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Conversations with Ourselves
April 2008 | by Henry Abarbanel

 

On Sunday March 9 George and Barbara Pache generously opened their home on Balboa to two dozen neighbors for the first of a series of “Community Conversations” with members of our City Council, our City Manager, and senior City staff. Through these gatherings the Council is seeking neighborhood input about the various challenges facing Del Mar and all California cities such as the effects of the State budget deficits. The Council decided to use a very successful method that we used in the past and is being implemented in Vista of going out to people's homes and asking them what is on their minds.

The number one concern of the March 9 th group was how to collect some form of user fee from out-of-town visitors to our beach for the rather high costs we incur for maintaining them. There are about 2,000,000 visitors to the beach annually. Because of the Coastal Act passed in 1972, there is precious little we can do to collect any money from these visitors, but two ideas emerged: institute a permit parking plan and/or additional pay-and-display machines beyond those North of the San Dieguito bridge and bring retail shops for food and drink to the beachfront to sell items to these visitors and collect sales tax. The former can be done by the City, with the permission of the Coastal Commission, while the latter can be stimulated by the City but undertaken by private enterprise.

Our Community Services staff (the lifeguards) have done many studies, and the Coastal Commission has made it clear that residents as well as visitors must pay, not just visitors. Our citizen Finance Committee will be considering this in the near future, and will make a proposal to the Council soon. It seemed unfair to the participating neighbors at the Paches that we would have to pay, but other coastal cities, such as Laguna Beach, have faced this fact and successfully implemented a permit program that works for all.

The other big issue on people's minds was the cost for implementing the State imposed rules about clean water. Even though people agreed with the goals of the Federal Clean Water Act, next year's fees of $500,000 stimulated serious conversation about this unfunded mandate, and whether we should pay for it. We see no way to escape paying for it---via our taxes or via fees on our water and sewer bills. The first charges you by the size of your property while the latter charges you by the amount of water you use.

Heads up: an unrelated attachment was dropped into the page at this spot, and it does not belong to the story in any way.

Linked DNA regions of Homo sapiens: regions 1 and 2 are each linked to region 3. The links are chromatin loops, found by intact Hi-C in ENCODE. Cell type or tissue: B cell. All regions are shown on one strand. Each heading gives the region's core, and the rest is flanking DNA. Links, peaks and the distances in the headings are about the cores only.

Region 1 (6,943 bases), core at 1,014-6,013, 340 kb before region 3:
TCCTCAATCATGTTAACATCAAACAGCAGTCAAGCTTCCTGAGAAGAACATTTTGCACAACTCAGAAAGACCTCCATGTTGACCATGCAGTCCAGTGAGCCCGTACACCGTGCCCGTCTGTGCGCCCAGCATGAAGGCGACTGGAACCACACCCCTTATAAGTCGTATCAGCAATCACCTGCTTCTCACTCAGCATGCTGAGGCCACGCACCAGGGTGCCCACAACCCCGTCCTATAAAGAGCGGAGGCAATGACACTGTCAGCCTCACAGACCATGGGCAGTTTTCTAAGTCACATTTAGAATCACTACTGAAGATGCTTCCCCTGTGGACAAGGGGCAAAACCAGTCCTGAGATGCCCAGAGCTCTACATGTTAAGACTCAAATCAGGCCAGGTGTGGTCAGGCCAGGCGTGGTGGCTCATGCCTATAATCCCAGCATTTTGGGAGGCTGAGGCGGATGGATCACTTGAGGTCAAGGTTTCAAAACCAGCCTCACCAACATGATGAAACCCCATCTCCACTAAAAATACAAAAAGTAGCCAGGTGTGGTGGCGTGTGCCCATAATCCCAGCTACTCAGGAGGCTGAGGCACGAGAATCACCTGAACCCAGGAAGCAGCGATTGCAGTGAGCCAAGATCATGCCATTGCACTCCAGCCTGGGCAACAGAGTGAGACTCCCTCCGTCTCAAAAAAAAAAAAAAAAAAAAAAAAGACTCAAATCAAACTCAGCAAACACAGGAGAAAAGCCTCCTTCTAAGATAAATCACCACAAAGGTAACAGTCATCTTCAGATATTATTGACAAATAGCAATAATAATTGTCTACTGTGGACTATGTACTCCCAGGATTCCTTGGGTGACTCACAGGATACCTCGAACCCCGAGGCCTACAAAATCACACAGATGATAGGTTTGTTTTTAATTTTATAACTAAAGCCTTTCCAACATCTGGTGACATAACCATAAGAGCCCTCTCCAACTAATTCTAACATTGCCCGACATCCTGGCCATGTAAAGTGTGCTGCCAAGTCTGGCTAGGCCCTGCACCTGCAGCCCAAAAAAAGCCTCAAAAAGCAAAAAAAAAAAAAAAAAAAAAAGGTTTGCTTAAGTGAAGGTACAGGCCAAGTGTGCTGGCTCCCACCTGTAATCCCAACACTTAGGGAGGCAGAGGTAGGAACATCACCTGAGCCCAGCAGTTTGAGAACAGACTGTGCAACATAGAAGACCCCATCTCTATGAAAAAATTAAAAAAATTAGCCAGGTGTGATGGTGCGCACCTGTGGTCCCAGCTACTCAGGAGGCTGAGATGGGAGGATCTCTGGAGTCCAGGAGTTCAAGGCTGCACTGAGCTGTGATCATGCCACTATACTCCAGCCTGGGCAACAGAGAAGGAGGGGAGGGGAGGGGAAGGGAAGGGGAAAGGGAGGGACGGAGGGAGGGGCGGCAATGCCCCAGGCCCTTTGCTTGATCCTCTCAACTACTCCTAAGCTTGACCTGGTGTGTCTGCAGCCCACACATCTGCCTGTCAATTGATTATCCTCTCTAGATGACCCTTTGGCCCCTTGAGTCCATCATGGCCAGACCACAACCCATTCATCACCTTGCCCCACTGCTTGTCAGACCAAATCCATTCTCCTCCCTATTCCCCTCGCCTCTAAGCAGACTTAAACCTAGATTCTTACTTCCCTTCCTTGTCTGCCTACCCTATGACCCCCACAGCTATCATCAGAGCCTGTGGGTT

Not surprisingly, people at this gathering prefer their information delivered from the City by e-mail. Since any information given to a municipal government is public, Del Mar has contracted with a third party to hold safe and private all e-mail and other personal information so that residents can benefit from this method of delivering information and not lose their privacy. If you'd like to participate in this, send the information to the City Manager and she will pass it along to our safe provider.

What's on your mind about Del Mar? How would you suggest to your Council and City staff to approach the issues coming this year and next year and the years after that? There will be a conversation about all this in your neighborhood soon. Please look for announcements through door hangers in your neighborhood, e-mail notices when possible, and word of mouth among your neighbors. And thanks to the Paches for our inaugural meeting.

 

Henry Abarbanel is a member of the City Council.

 

   
 

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